For the last several months, a walk-up apartment on East Seventh Street has quietly, even secretly, served as an alternative venue for comics and comedy fans alike. Since March, Daniel Hurwitz and Drew Miller have invited friends, family and neighbors to enjoy sets by working comedians sans the standard two-drink minimum — in their living room. Why a comedy show? “I just liked going to them,” Hurwitz says. “I didn’t understand why people didn’t go to comedy shows all they time; they’re free and fun. I couldn’t afford cable or to go to plays.”

Filming comics cracking jokes in a cramped East Village apartment started as a side project. The result is an addictive web series of hilarious yet little known names and faces entitled LIVE @ THE APT that will have viewers doing spit takes at their computer screens.

Like many things good in the East Village, Live @ The Apt has decamped to Brooklyn, and the guys will host the first show in Season 2 in their new Williamsburg digs. The September 20th show will feature Comedy Central “Comic to Watch” Josh Rabinowitz, Sarah Tollemache of NBC’s Last Comic Standing, and Kevin Barnett, who has appeared on MTV’s Guy Code, along with free beer and two full bathrooms.

We chatted with Dan and Drew about comedy in New York City, apartment hunting, how Live @ The Apt came to be and where it’s headed.

Miller (Photo: Courtesy)

Daniel Hurwitz and Drew Miller (Photo: Courtesy Live @ The Apt)

BB_Q Let’s begin in the beginning. How did you guys become friends?

BB_A DH: We were basically set up. We worked in an office what was mostly female. When he started I was like, “What’s up, guy.”

DM: We were both assistants at Focus Features but didn’t know each other. A bunch of people went to B Bar one night for after-work drinks and we ended up sitting next to each other. The whole night he was making really funny jokes under his breath. I had never heard him talk before but he was sitting there being really funny, basically just to himself. I got moved to the cubicle next to his and we started poking our heads over that wall more and more…

BB_Q Romantic. What comedy experience did you have?

BB_A DH: I have always been a bit of a comedy nerd. When I came to New York I thought I wanted to write comedy and do stand-up, so I took some UCB classes and some classes at The Pit. I made a deal with a friend that I would perform at an open mic and three hours before I was on I didn’t have a set. I just sat in my apartment and watched other people do stand-up, thinking I would have an epiphany about what to talk about. Nothing came. I went 42nd out of 44 comedians and my big joke was basically just a pun.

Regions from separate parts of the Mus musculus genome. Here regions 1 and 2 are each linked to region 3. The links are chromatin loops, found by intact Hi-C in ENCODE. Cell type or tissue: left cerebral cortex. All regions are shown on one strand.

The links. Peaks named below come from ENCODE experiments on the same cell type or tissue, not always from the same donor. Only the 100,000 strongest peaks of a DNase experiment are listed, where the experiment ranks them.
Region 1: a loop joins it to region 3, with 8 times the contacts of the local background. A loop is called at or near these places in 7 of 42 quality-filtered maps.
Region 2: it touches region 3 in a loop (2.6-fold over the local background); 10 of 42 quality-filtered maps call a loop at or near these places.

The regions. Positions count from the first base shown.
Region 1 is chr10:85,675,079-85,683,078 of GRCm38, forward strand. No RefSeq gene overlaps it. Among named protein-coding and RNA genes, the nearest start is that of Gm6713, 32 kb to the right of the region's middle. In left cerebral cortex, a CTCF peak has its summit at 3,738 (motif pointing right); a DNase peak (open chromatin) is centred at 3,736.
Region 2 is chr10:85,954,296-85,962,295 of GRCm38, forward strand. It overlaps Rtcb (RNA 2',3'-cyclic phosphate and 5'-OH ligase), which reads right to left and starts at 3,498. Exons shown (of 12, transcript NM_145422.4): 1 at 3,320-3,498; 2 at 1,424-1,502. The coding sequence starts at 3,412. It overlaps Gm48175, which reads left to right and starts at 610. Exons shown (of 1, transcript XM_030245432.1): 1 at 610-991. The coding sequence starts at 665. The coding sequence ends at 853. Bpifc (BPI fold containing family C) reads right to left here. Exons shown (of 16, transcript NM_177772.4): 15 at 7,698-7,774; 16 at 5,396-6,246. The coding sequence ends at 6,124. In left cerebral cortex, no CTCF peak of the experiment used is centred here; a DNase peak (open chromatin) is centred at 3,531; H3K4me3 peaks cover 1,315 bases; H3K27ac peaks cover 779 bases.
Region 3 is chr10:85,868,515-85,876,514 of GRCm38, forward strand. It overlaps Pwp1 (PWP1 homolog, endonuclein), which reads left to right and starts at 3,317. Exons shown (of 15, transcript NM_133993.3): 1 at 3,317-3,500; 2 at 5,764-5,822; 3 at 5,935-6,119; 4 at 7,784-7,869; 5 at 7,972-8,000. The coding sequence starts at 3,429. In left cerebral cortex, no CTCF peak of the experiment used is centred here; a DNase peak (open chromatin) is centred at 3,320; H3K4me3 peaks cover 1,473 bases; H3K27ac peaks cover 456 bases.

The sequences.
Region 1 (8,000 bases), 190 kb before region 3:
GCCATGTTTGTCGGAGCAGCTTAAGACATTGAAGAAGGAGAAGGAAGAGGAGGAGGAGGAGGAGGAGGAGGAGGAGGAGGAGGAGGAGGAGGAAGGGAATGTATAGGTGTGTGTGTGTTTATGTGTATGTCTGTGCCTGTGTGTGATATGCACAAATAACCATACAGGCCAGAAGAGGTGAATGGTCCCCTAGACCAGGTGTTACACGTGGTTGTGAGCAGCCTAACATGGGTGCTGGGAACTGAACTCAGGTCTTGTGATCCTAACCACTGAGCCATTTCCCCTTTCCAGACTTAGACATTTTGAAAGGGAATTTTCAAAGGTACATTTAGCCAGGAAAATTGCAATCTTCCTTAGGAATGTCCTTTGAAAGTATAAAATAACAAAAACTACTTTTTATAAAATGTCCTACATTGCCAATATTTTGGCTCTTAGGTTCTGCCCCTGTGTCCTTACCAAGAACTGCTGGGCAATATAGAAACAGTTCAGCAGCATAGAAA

BB_Q What was it?

BB_A DH: “I have never had sext before. So I guess that makes me a Virgin Mobile.” It isn’t even a joke. I didn’t have the skin for it. I couldn’t go up there every night and work at it like the people who are really devoted to it. I figured it would be better if I just went to shows and didn’t do the performing. I didn’t want to pursue something that was so painful for me. Instead I started writing for Side Splitter and College Humor.

A rooftop show. (Photo: Courtesy Live @ The Apt)

A rooftop show. (Photo: Courtesy Live @ The Apt)

DM: I wasn’t ever that in to comedy, but I love live events. I’d go to shows and see these really talented people and I just gained a lot of respect for what they do.

BB_Q How’d you decide to host your own live show?

BB_A DM: I just started thinking about what live event I could do that was fun and DIY. I was living with my brother and we had one of those living rooms where the kitchen and living room connect and you could fit a lot of people. We thought, why not?

DH: I was pretty cynical about the whole thing… Like, yeah, do this in your house… good luck. But that’s my role; I’m like the Mom and come up with all the reasons it won’t work.

DM: We’re a good team that way, because I think everything will work.

BB_Q What was the first show like?